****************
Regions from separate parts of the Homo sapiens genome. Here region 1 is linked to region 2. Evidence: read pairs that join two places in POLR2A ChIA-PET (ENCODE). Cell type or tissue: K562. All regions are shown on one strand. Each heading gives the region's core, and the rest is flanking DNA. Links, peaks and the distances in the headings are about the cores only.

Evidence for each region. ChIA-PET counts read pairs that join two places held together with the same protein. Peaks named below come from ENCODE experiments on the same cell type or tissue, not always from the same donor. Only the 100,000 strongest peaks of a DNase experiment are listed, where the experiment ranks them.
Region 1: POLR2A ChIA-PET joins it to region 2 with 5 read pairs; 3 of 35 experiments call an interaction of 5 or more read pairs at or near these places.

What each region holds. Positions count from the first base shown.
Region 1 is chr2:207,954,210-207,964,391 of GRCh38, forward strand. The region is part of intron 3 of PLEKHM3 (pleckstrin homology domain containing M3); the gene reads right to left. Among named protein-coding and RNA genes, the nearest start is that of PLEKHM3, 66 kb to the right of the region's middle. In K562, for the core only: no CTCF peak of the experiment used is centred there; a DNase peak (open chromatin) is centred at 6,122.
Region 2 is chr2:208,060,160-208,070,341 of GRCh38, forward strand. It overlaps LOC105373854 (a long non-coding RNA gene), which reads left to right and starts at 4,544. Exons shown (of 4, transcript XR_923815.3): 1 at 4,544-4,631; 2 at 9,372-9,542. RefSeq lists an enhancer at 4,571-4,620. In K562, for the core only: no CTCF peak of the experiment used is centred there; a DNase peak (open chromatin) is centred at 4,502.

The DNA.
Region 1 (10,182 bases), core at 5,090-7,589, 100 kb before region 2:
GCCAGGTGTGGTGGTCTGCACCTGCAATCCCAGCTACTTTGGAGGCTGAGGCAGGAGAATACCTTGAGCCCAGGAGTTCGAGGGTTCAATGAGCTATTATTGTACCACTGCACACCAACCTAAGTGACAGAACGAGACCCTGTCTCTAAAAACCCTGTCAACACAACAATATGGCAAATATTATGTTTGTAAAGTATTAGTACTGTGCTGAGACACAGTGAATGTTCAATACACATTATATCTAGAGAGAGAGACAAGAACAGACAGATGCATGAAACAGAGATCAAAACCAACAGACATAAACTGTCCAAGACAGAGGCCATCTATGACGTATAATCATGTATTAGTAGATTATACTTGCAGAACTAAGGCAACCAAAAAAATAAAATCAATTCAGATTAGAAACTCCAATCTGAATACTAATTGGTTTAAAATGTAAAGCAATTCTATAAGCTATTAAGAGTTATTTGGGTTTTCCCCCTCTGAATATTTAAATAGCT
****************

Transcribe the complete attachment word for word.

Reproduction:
Regions from separate parts of the Homo sapiens genome. Here region 1 is linked to region 2. Evidence: read pairs that join two places in POLR2A ChIA-PET (ENCODE). Cell type or tissue: K562. All regions are shown on one strand. Each heading gives the region's core, and the rest is flanking DNA. Links, peaks and the distances in the headings are about the cores only.

Evidence for each region. ChIA-PET counts read pairs that join two places held together with the same protein. Peaks named below come from ENCODE experiments on the same cell type or tissue, not always from the same donor. Only the 100,000 strongest peaks of a DNase experiment are listed, where the experiment ranks them.
Region 1: POLR2A ChIA-PET joins it to region 2 with 5 read pairs; 3 of 35 experiments call an interaction of 5 or more read pairs at or near these places.

What each region holds. Positions count from the first base shown.
Region 1 is chr2:207,954,210-207,964,391 of GRCh38, forward strand. The region is part of intron 3 of PLEKHM3 (pleckstrin homology domain containing M3); the gene reads right to left. Among named protein-coding and RNA genes, the nearest start is that of PLEKHM3, 66 kb to the right of the region's middle. In K562, for the core only: no CTCF peak of the experiment used is centred there; a DNase peak (open chromatin) is centred at 6,122.
Region 2 is chr2:208,060,160-208,070,341 of GRCh38, forward strand. It overlaps LOC105373854 (a long non-coding RNA gene), which reads left to right and starts at 4,544. Exons shown (of 4, transcript XR_923815.3): 1 at 4,544-4,631; 2 at 9,372-9,542. RefSeq lists an enhancer at 4,571-4,620. In K562, for the core only: no CTCF peak of the experiment used is centred there; a DNase peak (open chromatin) is centred at 4,502.

The DNA.
Region 1 (10,182 bases), core at 5,090-7,589, 100 kb before region 2:
GCCAGGTGTGGTGGTCTGCACCTGCAATCCCAGCTACTTTGGAGGCTGAGGCAGGAGAATACCTTGAGCCCAGGAGTTCGAGGGTTCAATGAGCTATTATTGTACCACTGCACACCAACCTAAGTGACAGAACGAGACCCTGTCTCTAAAAACCCTGTCAACACAACAATATGGCAAATATTATGTTTGTAAAGTATTAGTACTGTGCTGAGACACAGTGAATGTTCAATACACATTATATCTAGAGAGAGAGACAAGAACAGACAGATGCATGAAACAGAGATCAAAACCAACAGACATAAACTGTCCAAGACAGAGGCCATCTATGACGTATAATCATGTATTAGTAGATTATACTTGCAGAACTAAGGCAACCAAAAAAATAAAATCAATTCAGATTAGAAACTCCAATCTGAATACTAATTGGTTTAAAATGTAAAGCAATTCTATAAGCTATTAAGAGTTATTTGGGTTTTCCCCCTCTGAATATTTAAATAGCT